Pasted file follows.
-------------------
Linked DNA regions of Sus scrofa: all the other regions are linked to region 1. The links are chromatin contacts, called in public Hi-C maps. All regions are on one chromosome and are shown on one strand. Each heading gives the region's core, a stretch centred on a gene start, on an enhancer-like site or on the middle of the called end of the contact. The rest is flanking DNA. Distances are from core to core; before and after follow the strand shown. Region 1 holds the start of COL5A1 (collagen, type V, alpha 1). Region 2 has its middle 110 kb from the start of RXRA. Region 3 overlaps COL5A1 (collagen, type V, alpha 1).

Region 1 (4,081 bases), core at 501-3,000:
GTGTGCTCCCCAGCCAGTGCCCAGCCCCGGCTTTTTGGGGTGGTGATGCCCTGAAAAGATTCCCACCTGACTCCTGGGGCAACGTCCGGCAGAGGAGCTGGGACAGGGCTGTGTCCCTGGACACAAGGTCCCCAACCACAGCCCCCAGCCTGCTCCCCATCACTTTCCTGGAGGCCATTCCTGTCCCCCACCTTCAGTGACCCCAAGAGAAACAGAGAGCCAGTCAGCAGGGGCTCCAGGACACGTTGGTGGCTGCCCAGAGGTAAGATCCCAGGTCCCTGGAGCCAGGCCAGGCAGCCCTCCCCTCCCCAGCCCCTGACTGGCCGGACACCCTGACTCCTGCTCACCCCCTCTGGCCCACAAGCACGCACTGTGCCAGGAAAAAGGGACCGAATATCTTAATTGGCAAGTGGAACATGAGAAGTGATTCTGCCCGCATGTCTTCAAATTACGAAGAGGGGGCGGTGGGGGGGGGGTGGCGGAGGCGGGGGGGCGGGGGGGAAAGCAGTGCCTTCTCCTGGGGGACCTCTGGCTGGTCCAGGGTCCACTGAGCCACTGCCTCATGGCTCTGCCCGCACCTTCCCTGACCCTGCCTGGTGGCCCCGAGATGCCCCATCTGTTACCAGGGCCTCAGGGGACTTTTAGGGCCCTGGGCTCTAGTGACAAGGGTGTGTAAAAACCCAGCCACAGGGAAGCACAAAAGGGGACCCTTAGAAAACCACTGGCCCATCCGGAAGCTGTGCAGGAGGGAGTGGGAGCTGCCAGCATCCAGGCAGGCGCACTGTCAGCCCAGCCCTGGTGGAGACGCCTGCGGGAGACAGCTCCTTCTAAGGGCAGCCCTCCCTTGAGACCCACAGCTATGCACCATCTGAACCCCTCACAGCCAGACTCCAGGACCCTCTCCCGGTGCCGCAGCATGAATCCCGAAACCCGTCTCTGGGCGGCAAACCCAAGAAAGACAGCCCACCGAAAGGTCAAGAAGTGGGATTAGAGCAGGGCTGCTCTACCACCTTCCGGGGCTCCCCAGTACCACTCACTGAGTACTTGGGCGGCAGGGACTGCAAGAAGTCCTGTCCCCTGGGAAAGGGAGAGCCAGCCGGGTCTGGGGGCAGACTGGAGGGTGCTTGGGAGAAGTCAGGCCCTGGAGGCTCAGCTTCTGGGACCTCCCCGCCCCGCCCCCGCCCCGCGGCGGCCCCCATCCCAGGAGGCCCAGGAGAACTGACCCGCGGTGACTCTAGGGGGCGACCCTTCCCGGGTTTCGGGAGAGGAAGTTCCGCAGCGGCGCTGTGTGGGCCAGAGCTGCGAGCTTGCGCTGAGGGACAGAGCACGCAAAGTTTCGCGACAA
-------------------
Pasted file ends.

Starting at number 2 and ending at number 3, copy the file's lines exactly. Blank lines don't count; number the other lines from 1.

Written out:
Region 1 (4,081 bases), core at 501-3,000:
GTGTGCTCCCCAGCCAGTGCCCAGCCCCGGCTTTTTGGGGTGGTGATGCCCTGAAAAGATTCCCACCTGACTCCTGGGGCAACGTCCGGCAGAGGAGCTGGGACAGGGCTGTGTCCCTGGACACAAGGTCCCCAACCACAGCCCCCAGCCTGCTCCCCATCACTTTCCTGGAGGCCATTCCTGTCCCCCACCTTCAGTGACCCCAAGAGAAACAGAGAGCCAGTCAGCAGGGGCTCCAGGACACGTTGGTGGCTGCCCAGAGGTAAGATCCCAGGTCCCTGGAGCCAGGCCAGGCAGCCCTCCCCTCCCCAGCCCCTGACTGGCCGGACACCCTGACTCCTGCTCACCCCCTCTGGCCCACAAGCACGCACTGTGCCAGGAAAAAGGGACCGAATATCTTAATTGGCAAGTGGAACATGAGAAGTGATTCTGCCCGCATGTCTTCAAATTACGAAGAGGGGGCGGTGGGGGGGGGGTGGCGGAGGCGGGGGGGCGGGGGGGAAAGCAGTGCCTTCTCCTGGGGGACCTCTGGCTGGTCCAGGGTCCACTGAGCCACTGCCTCATGGCTCTGCCCGCACCTTCCCTGACCCTGCCTGGTGGCCCCGAGATGCCCCATCTGTTACCAGGGCCTCAGGGGACTTTTAGGGCCCTGGGCTCTAGTGACAAGGGTGTGTAAAAACCCAGCCACAGGGAAGCACAAAAGGGGACCCTTAGAAAACCACTGGCCCATCCGGAAGCTGTGCAGGAGGGAGTGGGAGCTGCCAGCATCCAGGCAGGCGCACTGTCAGCCCAGCCCTGGTGGAGACGCCTGCGGGAGACAGCTCCTTCTAAGGGCAGCCCTCCCTTGAGACCCACAGCTATGCACCATCTGAACCCCTCACAGCCAGACTCCAGGACCCTCTCCCGGTGCCGCAGCATGAATCCCGAAACCCGTCTCTGGGCGGCAAACCCAAGAAAGACAGCCCACCGAAAGGTCAAGAAGTGGGATTAGAGCAGGGCTGCTCTACCACCTTCCGGGGCTCCCCAGTACCACTCACTGAGTACTTGGGCGGCAGGGACTGCAAGAAGTCCTGTCCCCTGGGAAAGGGAGAGCCAGCCGGGTCTGGGGGCAGACTGGAGGGTGCTTGGGAGAAGTCAGGCCCTGGAGGCTCAGCTTCTGGGACCTCCCCGCCCCGCCCCCGCCCCGCGGCGGCCCCCATCCCAGGAGGCCCAGGAGAACTGACCCGCGGTGACTCTAGGGGGCGACCCTTCCCGGGTTTCGGGAGAGGAAGTTCCGCAGCGGCGCTGTGTGGGCCAGAGCTGCGAGCTTGCGCTGAGGGACAGAGCACGCAAAGTTTCGCGACAA